Building Closer U.S.-Indian Relations

November 9, 2005
Doug Gavel

U.S. efforts to broker an historic new alliance with India were the focus of discussion at a luncheon Wednesday at the Kennedy School. The agreement, announced this summer, lays the groundwork for enhanced U.S.-Indian partnerships in science, technology, commerce, energy, health and economics for years to come.

Xenia Dormandy, research director at the Belfer Center for Science and International Affairs and former director for South Asia at the National Security Council, shared her insights on what makes the alliance valuable for both countries.

With respect to global politics, Dormandy said that “it behooves us to support a growing democracy halfway around the world.” With respect to global economics, India has “a quickly growing middle class and for U.S. business, this is a market we want to be in.”

Building closer ties also benefits both countries from a geopolitical perspective, Dormandy said. For the U.S., courting India as an ally will help in addressing regional issues concerning Afghanistan, China, Pakistan, and Burma to name a few. For India, having the U.S. as a partner will help engender more power on the world stage.

“They are only going to become more important as you see the form of the U.N. change,” she said. “They are going to play a major role in U.N. reform.”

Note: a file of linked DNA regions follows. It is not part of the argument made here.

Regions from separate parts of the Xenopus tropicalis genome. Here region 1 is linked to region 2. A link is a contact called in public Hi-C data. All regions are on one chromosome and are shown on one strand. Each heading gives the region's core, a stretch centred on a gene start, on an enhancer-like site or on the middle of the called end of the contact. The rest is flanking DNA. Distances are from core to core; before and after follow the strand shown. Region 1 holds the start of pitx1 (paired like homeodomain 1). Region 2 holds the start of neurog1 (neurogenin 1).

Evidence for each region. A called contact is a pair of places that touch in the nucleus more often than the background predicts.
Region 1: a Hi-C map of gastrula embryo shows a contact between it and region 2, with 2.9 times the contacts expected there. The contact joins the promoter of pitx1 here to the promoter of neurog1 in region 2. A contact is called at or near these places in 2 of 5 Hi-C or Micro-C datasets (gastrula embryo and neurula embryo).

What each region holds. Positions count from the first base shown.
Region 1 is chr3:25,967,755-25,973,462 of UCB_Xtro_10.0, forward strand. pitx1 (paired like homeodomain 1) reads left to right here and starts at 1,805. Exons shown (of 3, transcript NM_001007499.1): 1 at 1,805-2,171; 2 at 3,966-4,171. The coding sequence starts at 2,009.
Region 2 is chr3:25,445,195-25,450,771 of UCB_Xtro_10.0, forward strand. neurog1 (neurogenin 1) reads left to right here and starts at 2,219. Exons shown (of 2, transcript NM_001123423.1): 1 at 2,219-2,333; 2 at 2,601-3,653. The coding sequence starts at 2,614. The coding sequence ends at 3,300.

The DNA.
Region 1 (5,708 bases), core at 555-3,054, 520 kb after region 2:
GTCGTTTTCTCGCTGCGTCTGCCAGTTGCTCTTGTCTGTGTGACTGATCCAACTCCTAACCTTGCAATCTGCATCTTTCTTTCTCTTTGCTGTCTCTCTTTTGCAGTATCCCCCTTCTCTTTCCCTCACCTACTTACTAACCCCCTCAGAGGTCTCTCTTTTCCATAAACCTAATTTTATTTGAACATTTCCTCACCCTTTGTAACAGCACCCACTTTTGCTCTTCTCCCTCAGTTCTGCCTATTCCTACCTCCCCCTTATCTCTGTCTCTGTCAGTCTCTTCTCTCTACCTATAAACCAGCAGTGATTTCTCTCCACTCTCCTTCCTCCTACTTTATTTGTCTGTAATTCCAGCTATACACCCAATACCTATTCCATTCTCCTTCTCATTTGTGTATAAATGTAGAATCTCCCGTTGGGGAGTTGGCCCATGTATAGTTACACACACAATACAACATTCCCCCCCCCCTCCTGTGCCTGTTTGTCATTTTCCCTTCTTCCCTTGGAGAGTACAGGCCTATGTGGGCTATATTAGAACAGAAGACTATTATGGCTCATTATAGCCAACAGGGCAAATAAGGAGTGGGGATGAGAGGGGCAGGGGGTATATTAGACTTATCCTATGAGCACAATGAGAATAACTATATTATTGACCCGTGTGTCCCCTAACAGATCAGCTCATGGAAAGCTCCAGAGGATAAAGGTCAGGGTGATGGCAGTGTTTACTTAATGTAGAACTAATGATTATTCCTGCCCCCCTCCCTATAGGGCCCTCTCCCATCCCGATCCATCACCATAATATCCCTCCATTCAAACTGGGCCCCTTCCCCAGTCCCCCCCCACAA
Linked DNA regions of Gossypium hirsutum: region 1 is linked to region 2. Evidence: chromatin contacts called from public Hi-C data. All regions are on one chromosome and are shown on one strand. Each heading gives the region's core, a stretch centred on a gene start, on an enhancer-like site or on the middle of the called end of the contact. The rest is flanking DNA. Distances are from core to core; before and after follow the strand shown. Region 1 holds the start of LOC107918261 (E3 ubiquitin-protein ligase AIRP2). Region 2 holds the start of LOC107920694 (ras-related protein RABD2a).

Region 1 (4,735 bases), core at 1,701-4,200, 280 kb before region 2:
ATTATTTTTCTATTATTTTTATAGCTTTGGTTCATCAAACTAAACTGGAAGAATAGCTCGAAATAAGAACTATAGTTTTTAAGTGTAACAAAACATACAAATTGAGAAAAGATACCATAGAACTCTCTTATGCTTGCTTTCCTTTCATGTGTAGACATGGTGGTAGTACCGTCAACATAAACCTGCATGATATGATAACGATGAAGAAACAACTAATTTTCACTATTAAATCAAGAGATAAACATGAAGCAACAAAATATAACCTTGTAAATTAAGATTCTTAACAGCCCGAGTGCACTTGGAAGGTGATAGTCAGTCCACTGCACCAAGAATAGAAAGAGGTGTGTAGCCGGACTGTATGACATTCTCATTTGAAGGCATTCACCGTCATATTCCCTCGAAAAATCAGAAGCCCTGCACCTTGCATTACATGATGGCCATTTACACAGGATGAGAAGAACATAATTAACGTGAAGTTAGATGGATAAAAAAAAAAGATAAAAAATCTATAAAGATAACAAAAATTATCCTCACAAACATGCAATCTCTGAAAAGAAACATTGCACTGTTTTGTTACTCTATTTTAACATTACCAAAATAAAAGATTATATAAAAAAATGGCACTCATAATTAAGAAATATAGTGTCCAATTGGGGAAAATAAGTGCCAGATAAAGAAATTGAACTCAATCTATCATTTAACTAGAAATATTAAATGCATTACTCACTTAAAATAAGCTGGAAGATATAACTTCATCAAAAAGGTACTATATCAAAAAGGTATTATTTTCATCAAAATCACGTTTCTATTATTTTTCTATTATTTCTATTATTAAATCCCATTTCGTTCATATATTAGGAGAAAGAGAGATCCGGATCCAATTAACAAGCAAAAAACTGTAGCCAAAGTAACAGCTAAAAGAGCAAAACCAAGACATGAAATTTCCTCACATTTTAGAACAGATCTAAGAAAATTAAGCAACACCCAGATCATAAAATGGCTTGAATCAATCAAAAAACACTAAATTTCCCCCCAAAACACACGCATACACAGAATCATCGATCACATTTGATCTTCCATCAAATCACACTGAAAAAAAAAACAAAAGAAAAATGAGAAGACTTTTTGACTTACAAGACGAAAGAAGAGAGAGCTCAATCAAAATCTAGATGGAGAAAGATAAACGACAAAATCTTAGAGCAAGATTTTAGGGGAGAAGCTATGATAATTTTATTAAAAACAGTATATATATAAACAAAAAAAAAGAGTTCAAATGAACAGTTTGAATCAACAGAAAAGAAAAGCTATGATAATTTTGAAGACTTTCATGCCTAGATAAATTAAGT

While some have been critical of enhanced U.S.-Indian partnerships on the military front, Dormandy defended them on practical grounds. “If we don’t do it, somebody else will,” she pointed out. “Nature abhors a vacuum. If we don’t begin developing that relationship, somebody else will fill the gap.”

Several American allies favored the alliance, Dormandy said, including Great Britain, Australia and France. Even Japan, she said, was “okay” with the agreement, despite the fact that it might be perceived to lose power on the world stage as India gains it.

And despite long-standing tensions between India and its neighbor Pakistan, Dormandy remarked that long-term stability in the region can be enhanced by sensible and smart U.S. policy.

“For the first time, over the past five years we have managed to build good strong relations with both India and Pakistan,” she said.

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